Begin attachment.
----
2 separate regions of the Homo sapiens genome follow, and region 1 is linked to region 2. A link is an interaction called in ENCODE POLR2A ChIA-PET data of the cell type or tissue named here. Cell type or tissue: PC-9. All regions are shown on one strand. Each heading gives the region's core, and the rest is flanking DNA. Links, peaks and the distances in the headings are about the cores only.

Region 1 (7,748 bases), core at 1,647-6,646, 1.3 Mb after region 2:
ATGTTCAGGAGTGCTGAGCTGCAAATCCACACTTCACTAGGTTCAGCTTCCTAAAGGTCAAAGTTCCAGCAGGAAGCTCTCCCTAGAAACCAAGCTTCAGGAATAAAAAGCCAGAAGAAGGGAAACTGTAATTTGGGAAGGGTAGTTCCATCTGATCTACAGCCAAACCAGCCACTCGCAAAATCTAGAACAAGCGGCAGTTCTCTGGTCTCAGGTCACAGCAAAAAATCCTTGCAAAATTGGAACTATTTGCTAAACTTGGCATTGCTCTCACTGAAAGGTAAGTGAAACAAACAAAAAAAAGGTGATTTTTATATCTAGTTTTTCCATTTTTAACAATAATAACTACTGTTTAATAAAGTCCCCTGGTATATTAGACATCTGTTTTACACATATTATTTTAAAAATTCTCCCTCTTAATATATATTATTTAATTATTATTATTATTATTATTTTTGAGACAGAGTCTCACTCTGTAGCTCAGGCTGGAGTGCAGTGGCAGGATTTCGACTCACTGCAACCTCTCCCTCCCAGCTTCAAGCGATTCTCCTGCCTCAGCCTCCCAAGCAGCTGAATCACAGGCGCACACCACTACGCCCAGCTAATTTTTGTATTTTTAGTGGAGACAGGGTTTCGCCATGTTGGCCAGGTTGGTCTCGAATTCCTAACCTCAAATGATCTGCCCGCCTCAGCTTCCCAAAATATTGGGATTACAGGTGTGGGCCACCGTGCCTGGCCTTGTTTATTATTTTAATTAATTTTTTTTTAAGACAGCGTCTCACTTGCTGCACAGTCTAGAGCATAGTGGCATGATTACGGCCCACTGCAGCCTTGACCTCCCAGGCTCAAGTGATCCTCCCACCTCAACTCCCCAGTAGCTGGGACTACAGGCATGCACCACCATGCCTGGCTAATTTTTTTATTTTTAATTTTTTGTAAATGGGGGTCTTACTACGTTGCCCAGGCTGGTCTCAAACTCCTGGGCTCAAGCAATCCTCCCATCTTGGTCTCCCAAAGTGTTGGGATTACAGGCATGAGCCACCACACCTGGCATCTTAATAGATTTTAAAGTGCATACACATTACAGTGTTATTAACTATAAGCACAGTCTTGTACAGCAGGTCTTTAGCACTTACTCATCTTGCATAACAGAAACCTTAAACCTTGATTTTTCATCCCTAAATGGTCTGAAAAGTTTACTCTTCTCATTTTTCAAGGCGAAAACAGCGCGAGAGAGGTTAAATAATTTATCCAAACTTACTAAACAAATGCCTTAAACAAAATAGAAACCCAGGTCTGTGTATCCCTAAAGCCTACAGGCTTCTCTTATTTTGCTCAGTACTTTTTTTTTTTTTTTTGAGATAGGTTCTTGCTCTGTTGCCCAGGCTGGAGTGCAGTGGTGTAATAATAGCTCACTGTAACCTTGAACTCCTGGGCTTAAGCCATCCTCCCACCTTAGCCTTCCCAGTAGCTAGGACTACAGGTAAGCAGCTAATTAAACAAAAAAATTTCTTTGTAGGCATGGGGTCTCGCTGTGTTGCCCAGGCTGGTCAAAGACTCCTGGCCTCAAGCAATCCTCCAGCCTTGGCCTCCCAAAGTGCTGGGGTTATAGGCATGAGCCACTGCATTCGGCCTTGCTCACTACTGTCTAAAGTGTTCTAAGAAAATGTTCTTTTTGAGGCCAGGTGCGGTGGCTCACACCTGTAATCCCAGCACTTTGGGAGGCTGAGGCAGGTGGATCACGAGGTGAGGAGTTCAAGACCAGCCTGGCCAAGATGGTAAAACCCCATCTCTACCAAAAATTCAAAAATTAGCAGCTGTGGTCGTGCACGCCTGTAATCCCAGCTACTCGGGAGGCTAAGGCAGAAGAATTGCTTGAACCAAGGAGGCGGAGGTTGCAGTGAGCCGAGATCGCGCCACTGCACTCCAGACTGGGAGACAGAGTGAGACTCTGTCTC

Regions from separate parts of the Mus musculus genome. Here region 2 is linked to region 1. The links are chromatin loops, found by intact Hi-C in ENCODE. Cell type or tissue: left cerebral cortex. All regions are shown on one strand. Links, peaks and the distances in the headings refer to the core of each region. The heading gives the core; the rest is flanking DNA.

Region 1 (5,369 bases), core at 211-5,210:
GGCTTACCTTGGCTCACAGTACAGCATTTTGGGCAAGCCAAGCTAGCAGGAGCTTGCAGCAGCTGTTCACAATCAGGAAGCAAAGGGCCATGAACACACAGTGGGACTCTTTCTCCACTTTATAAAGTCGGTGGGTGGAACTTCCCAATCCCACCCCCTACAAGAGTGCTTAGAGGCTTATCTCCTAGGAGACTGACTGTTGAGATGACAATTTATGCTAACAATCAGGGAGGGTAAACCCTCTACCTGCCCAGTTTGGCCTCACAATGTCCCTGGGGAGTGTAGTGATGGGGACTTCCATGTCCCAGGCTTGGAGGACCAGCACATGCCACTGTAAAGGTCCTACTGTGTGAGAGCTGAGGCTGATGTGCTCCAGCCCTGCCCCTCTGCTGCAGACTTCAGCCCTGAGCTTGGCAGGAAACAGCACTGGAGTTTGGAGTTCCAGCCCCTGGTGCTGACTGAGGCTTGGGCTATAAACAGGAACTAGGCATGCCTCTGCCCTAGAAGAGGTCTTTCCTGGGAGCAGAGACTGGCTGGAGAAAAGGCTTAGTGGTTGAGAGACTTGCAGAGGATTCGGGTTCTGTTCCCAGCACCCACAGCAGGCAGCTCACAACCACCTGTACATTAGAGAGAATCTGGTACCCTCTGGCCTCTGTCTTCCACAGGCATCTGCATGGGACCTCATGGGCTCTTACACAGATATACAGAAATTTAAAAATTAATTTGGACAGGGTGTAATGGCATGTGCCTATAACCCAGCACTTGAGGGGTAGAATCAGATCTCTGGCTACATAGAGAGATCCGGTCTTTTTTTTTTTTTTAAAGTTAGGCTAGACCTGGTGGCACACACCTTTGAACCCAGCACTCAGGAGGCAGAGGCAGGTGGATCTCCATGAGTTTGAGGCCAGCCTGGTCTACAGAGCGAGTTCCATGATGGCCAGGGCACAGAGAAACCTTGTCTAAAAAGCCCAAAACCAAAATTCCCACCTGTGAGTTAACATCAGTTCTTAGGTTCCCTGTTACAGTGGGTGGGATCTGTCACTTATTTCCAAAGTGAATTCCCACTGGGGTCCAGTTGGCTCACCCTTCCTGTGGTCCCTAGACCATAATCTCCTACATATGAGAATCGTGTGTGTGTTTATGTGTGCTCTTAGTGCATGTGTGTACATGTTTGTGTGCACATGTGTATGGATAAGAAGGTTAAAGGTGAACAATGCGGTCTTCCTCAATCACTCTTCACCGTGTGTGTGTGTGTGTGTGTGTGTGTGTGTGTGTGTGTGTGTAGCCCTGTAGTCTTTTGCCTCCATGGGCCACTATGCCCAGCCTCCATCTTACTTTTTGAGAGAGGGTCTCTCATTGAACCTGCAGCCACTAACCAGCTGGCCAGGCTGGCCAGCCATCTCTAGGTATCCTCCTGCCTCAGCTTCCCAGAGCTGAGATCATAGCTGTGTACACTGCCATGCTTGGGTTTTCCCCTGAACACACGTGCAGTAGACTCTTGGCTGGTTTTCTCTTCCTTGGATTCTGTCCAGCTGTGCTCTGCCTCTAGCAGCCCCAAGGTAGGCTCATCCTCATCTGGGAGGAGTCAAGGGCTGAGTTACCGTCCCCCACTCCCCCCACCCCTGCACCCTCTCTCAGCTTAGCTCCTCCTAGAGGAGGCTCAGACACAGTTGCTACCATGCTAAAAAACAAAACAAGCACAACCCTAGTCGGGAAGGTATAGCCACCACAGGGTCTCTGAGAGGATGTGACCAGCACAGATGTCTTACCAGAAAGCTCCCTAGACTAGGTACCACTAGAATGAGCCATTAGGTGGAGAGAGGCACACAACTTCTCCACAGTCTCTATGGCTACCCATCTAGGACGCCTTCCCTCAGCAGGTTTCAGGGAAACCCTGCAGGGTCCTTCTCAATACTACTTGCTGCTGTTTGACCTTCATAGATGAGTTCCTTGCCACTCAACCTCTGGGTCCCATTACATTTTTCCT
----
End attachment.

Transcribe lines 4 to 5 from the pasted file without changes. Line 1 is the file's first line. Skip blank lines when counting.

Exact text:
Regions from separate parts of the Mus musculus genome. Here region 2 is linked to region 1. The links are chromatin loops, found by intact Hi-C in ENCODE. Cell type or tissue: left cerebral cortex. All regions are shown on one strand. Links, peaks and the distances in the headings refer to the core of each region. The heading gives the core; the rest is flanking DNA.

Region 1 (5,369 bases), core at 211-5,210: